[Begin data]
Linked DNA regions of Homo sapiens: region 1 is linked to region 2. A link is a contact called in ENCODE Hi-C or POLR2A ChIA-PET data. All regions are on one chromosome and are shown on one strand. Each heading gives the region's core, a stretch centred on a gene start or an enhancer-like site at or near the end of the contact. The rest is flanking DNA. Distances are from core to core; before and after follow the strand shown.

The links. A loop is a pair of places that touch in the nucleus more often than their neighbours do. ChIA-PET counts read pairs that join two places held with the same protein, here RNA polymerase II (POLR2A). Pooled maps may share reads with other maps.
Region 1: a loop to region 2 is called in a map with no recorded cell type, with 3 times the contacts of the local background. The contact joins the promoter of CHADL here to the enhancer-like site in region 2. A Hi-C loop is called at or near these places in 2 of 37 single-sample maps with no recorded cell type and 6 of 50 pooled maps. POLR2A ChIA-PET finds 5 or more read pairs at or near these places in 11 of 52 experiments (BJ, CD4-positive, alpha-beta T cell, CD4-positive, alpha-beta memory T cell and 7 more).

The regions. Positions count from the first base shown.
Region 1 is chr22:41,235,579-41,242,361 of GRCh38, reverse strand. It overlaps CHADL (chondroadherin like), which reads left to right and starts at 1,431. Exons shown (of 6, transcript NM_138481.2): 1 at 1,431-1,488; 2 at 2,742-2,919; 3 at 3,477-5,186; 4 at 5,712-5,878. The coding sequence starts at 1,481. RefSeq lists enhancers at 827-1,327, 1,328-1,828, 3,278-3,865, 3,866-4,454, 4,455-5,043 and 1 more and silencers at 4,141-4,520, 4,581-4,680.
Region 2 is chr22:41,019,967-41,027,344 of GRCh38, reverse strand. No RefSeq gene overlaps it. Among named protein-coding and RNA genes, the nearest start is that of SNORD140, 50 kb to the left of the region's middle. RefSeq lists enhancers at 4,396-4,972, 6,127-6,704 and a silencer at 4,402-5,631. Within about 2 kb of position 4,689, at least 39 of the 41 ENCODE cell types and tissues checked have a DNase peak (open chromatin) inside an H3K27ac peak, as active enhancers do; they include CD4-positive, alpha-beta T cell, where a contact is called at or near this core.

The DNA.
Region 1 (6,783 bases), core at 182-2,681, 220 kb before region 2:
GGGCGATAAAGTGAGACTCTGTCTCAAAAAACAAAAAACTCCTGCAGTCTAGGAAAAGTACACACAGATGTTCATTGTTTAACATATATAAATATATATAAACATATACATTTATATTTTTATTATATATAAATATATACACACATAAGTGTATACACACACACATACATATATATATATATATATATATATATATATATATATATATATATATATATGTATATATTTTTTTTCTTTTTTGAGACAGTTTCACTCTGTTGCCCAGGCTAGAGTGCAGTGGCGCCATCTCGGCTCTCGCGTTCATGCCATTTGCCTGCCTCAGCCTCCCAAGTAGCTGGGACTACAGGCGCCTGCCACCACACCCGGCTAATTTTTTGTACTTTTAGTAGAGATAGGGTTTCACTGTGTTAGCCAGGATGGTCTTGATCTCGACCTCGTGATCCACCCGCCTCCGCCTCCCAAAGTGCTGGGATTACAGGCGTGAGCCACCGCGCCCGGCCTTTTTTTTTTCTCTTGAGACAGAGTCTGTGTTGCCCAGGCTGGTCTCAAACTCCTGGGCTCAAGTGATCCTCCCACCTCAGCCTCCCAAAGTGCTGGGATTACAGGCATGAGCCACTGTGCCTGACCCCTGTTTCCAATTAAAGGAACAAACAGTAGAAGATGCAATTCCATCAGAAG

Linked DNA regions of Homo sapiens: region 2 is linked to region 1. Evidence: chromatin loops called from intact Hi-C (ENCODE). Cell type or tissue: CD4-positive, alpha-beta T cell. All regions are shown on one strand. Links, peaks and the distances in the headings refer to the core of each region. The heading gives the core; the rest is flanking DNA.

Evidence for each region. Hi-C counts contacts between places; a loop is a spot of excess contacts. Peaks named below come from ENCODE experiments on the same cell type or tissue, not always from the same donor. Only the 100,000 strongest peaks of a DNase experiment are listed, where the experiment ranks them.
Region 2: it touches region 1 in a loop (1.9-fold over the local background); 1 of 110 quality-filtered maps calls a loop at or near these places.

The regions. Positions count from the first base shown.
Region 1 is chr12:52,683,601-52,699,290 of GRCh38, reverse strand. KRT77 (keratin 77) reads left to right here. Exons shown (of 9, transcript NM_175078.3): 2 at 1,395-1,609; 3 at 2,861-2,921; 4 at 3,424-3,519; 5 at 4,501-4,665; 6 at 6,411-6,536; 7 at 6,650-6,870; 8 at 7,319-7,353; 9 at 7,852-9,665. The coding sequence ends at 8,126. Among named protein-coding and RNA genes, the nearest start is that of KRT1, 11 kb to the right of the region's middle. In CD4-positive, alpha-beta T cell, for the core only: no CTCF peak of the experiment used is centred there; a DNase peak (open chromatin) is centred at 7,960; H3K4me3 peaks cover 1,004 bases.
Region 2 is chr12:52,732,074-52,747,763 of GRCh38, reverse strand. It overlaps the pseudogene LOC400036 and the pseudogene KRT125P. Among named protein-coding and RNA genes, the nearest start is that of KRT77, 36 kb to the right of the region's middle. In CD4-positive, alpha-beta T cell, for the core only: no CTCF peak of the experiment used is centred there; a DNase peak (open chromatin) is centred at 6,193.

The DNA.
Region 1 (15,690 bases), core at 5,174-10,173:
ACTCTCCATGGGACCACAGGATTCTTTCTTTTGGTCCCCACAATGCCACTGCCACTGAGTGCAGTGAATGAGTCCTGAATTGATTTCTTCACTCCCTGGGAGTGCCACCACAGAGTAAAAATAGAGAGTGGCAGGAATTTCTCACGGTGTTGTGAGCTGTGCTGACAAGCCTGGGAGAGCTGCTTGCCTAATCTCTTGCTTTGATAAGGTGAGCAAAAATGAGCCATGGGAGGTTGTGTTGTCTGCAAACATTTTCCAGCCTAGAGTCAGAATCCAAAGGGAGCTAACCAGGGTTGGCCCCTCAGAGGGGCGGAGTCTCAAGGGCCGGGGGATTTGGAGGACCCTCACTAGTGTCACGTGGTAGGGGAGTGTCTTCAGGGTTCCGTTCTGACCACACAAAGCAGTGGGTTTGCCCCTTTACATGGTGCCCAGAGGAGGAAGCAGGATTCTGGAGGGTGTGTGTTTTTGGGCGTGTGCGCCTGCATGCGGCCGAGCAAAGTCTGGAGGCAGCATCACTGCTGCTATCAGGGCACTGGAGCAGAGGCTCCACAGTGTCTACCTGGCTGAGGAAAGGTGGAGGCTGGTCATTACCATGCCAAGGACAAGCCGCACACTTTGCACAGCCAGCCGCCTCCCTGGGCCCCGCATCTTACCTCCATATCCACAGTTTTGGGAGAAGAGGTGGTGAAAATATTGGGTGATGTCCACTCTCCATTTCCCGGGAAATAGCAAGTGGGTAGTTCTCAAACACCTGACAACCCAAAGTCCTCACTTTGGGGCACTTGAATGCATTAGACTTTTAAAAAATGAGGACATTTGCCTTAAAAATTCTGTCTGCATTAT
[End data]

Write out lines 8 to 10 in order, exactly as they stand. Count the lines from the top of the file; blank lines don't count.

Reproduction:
Region 1 (6,783 bases), core at 182-2,681, 220 kb before region 2:
GGGCGATAAAGTGAGACTCTGTCTCAAAAAACAAAAAACTCCTGCAGTCTAGGAAAAGTACACACAGATGTTCATTGTTTAACATATATAAATATATATAAACATATACATTTATATTTTTATTATATATAAATATATACACACATAAGTGTATACACACACACATACATATATATATATATATATATATATATATATATATATATATATATATATATGTATATATTTTTTTTCTTTTTTGAGACAGTTTCACTCTGTTGCCCAGGCTAGAGTGCAGTGGCGCCATCTCGGCTCTCGCGTTCATGCCATTTGCCTGCCTCAGCCTCCCAAGTAGCTGGGACTACAGGCGCCTGCCACCACACCCGGCTAATTTTTTGTACTTTTAGTAGAGATAGGGTTTCACTGTGTTAGCCAGGATGGTCTTGATCTCGACCTCGTGATCCACCCGCCTCCGCCTCCCAAAGTGCTGGGATTACAGGCGTGAGCCACCGCGCCCGGCCTTTTTTTTTTCTCTTGAGACAGAGTCTGTGTTGCCCAGGCTGGTCTCAAACTCCTGGGCTCAAGTGATCCTCCCACCTCAGCCTCCCAAAGTGCTGGGATTACAGGCATGAGCCACTGTGCCTGACCCCTGTTTCCAATTAAAGGAACAAACAGTAGAAGATGCAATTCCATCAGAAG

Linked DNA regions of Homo sapiens: region 2 is linked to region 1. Evidence: chromatin loops called from intact Hi-C (ENCODE). Cell type or tissue: CD4-positive, alpha-beta T cell. All regions are shown on one strand. Links, peaks and the distances in the headings refer to the core of each region. The heading gives the core; the rest is flanking DNA.